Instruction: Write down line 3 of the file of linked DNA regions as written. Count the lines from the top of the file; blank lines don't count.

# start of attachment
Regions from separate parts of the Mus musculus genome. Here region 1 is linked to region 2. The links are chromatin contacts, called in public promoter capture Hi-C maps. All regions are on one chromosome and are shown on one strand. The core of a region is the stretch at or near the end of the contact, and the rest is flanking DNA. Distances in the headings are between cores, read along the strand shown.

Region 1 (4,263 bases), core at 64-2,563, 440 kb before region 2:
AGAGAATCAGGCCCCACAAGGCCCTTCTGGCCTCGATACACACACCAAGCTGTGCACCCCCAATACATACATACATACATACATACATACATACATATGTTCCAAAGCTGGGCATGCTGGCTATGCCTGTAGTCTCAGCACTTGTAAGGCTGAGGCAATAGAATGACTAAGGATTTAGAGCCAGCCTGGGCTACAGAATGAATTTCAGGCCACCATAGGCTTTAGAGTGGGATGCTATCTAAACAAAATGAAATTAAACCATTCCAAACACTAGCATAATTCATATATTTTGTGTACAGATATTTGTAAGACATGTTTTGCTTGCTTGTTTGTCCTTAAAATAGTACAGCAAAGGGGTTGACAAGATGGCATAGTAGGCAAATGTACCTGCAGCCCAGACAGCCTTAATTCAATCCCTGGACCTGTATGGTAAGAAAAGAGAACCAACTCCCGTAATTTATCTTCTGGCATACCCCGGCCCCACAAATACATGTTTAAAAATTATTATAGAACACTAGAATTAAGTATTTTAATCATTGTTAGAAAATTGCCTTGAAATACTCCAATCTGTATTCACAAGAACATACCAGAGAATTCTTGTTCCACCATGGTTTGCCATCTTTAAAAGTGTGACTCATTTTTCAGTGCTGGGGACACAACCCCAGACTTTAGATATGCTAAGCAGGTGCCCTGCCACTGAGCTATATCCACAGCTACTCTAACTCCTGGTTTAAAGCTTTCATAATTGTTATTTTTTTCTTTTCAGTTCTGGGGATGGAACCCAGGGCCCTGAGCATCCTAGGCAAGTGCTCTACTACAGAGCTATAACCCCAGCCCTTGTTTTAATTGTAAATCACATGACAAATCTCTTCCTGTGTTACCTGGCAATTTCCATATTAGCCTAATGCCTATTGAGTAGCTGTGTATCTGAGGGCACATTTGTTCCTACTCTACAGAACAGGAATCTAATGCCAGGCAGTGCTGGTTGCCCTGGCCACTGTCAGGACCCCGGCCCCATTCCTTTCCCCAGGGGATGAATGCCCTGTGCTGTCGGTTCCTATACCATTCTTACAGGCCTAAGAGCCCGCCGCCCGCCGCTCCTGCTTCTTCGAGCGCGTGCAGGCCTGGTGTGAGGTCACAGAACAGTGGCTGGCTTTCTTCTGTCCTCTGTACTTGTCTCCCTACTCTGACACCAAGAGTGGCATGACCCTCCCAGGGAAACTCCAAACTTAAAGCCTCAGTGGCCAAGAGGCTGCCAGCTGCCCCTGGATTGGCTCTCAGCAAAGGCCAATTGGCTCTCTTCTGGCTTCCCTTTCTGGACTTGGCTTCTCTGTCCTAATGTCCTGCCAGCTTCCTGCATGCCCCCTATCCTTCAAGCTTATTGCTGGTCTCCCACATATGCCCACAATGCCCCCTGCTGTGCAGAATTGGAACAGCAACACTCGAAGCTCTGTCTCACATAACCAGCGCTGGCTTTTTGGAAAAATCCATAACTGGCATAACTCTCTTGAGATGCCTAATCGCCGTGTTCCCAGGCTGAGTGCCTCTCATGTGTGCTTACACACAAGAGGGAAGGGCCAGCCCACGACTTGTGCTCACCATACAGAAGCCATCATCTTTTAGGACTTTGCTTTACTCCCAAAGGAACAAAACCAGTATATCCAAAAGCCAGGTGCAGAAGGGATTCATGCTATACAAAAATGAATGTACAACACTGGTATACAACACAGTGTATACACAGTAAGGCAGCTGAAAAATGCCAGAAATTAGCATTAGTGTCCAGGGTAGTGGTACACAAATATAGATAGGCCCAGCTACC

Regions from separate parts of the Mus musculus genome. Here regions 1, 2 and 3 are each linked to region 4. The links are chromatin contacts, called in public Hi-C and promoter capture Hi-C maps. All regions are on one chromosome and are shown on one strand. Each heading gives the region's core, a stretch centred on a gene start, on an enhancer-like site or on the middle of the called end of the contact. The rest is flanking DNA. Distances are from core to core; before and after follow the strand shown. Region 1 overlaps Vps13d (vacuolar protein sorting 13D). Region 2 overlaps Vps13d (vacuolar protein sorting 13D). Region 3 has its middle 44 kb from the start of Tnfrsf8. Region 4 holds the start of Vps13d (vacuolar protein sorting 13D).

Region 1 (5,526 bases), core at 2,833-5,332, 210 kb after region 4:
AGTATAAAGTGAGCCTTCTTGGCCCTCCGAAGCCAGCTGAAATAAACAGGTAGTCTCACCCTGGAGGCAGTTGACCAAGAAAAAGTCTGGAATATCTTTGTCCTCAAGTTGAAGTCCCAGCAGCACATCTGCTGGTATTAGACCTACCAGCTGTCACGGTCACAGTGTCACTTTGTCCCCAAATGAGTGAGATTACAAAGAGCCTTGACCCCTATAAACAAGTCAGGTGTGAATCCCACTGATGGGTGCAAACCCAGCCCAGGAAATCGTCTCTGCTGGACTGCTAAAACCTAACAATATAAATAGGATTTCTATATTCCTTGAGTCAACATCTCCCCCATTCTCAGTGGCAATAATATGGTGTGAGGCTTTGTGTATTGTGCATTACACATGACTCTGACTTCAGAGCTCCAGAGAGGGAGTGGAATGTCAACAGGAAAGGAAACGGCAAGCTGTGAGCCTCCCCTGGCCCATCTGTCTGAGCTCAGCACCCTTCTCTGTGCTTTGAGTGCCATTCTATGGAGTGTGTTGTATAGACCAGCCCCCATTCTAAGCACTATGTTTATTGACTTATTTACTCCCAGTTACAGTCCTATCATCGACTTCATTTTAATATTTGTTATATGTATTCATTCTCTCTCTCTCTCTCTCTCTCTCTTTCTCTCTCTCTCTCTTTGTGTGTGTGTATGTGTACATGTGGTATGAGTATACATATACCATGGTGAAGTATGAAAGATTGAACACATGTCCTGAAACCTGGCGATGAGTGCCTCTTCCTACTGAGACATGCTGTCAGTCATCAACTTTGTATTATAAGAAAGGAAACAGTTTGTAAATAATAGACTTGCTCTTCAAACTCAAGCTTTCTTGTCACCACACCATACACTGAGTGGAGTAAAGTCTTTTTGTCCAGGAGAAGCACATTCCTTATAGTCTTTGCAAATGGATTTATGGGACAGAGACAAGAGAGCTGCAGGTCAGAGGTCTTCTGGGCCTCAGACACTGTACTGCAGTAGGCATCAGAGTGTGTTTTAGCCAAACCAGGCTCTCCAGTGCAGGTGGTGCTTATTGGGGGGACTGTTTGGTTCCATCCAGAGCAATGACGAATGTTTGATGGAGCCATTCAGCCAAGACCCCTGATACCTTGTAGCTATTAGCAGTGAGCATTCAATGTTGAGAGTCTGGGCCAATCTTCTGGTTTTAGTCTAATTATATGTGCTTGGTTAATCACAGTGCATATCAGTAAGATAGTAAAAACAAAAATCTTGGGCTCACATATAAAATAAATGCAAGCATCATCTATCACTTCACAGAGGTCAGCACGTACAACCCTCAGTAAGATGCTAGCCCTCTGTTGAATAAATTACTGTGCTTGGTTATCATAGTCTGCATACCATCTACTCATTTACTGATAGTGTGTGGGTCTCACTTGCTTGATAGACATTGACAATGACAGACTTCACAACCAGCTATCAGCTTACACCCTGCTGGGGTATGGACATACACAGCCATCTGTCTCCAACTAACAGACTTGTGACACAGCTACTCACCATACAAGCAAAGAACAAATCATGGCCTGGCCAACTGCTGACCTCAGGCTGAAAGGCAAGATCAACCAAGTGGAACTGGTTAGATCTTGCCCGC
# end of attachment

AGAGAATCAGGCCCCACAAGGCCCTTCTGGCCTCGATACACACACCAAGCTGTGCACCCCCAATACATACATACATACATACATACATACATACATATGTTCCAAAGCTGGGCATGCTGGCTATGCCTGTAGTCTCAGCACTTGTAAGGCTGAGGCAATAGAATGACTAAGGATTTAGAGCCAGCCTGGGCTACAGAATGAATTTCAGGCCACCATAGGCTTTAGAGTGGGATGCTATCTAAACAAAATGAAATTAAACCATTCCAAACACTAGCATAATTCATATATTTTGTGTACAGATATTTGTAAGACATGTTTTGCTTGCTTGTTTGTCCTTAAAATAGTACAGCAAAGGGGTTGACAAGATGGCATAGTAGGCAAATGTACCTGCAGCCCAGACAGCCTTAATTCAATCCCTGGACCTGTATGGTAAGAAAAGAGAACCAACTCCCGTAATTTATCTTCTGGCATACCCCGGCCCCACAAATACATGTTTAAAAATTATTATAGAACACTAGAATTAAGTATTTTAATCATTGTTAGAAAATTGCCTTGAAATACTCCAATCTGTATTCACAAGAACATACCAGAGAATTCTTGTTCCACCATGGTTTGCCATCTTTAAAAGTGTGACTCATTTTTCAGTGCTGGGGACACAACCCCAGACTTTAGATATGCTAAGCAGGTGCCCTGCCACTGAGCTATATCCACAGCTACTCTAACTCCTGGTTTAAAGCTTTCATAATTGTTATTTTTTTCTTTTCAGTTCTGGGGATGGAACCCAGGGCCCTGAGCATCCTAGGCAAGTGCTCTACTACAGAGCTATAACCCCAGCCCTTGTTTTAATTGTAAATCACATGACAAATCTCTTCCTGTGTTACCTGGCAATTTCCATATTAGCCTAATGCCTATTGAGTAGCTGTGTATCTGAGGGCACATTTGTTCCTACTCTACAGAACAGGAATCTAATGCCAGGCAGTGCTGGTTGCCCTGGCCACTGTCAGGACCCCGGCCCCATTCCTTTCCCCAGGGGATGAATGCCCTGTGCTGTCGGTTCCTATACCATTCTTACAGGCCTAAGAGCCCGCCGCCCGCCGCTCCTGCTTCTTCGAGCGCGTGCAGGCCTGGTGTGAGGTCACAGAACAGTGGCTGGCTTTCTTCTGTCCTCTGTACTTGTCTCCCTACTCTGACACCAAGAGTGGCATGACCCTCCCAGGGAAACTCCAAACTTAAAGCCTCAGTGGCCAAGAGGCTGCCAGCTGCCCCTGGATTGGCTCTCAGCAAAGGCCAATTGGCTCTCTTCTGGCTTCCCTTTCTGGACTTGGCTTCTCTGTCCTAATGTCCTGCCAGCTTCCTGCATGCCCCCTATCCTTCAAGCTTATTGCTGGTCTCCCACATATGCCCACAATGCCCCCTGCTGTGCAGAATTGGAACAGCAACACTCGAAGCTCTGTCTCACATAACCAGCGCTGGCTTTTTGGAAAAATCCATAACTGGCATAACTCTCTTGAGATGCCTAATCGCCGTGTTCCCAGGCTGAGTGCCTCTCATGTGTGCTTACACACAAGAGGGAAGGGCCAGCCCACGACTTGTGCTCACCATACAGAAGCCATCATCTTTTAGGACTTTGCTTTACTCCCAAAGGAACAAAACCAGTATATCCAAAAGCCAGGTGCAGAAGGGATTCATGCTATACAAAAATGAATGTACAACACTGGTATACAACACAGTGTATACACAGTAAGGCAGCTGAAAAATGCCAGAAATTAGCATTAGTGTCCAGGGTAGTGGTACACAAATATAGATAGGCCCAGCTACC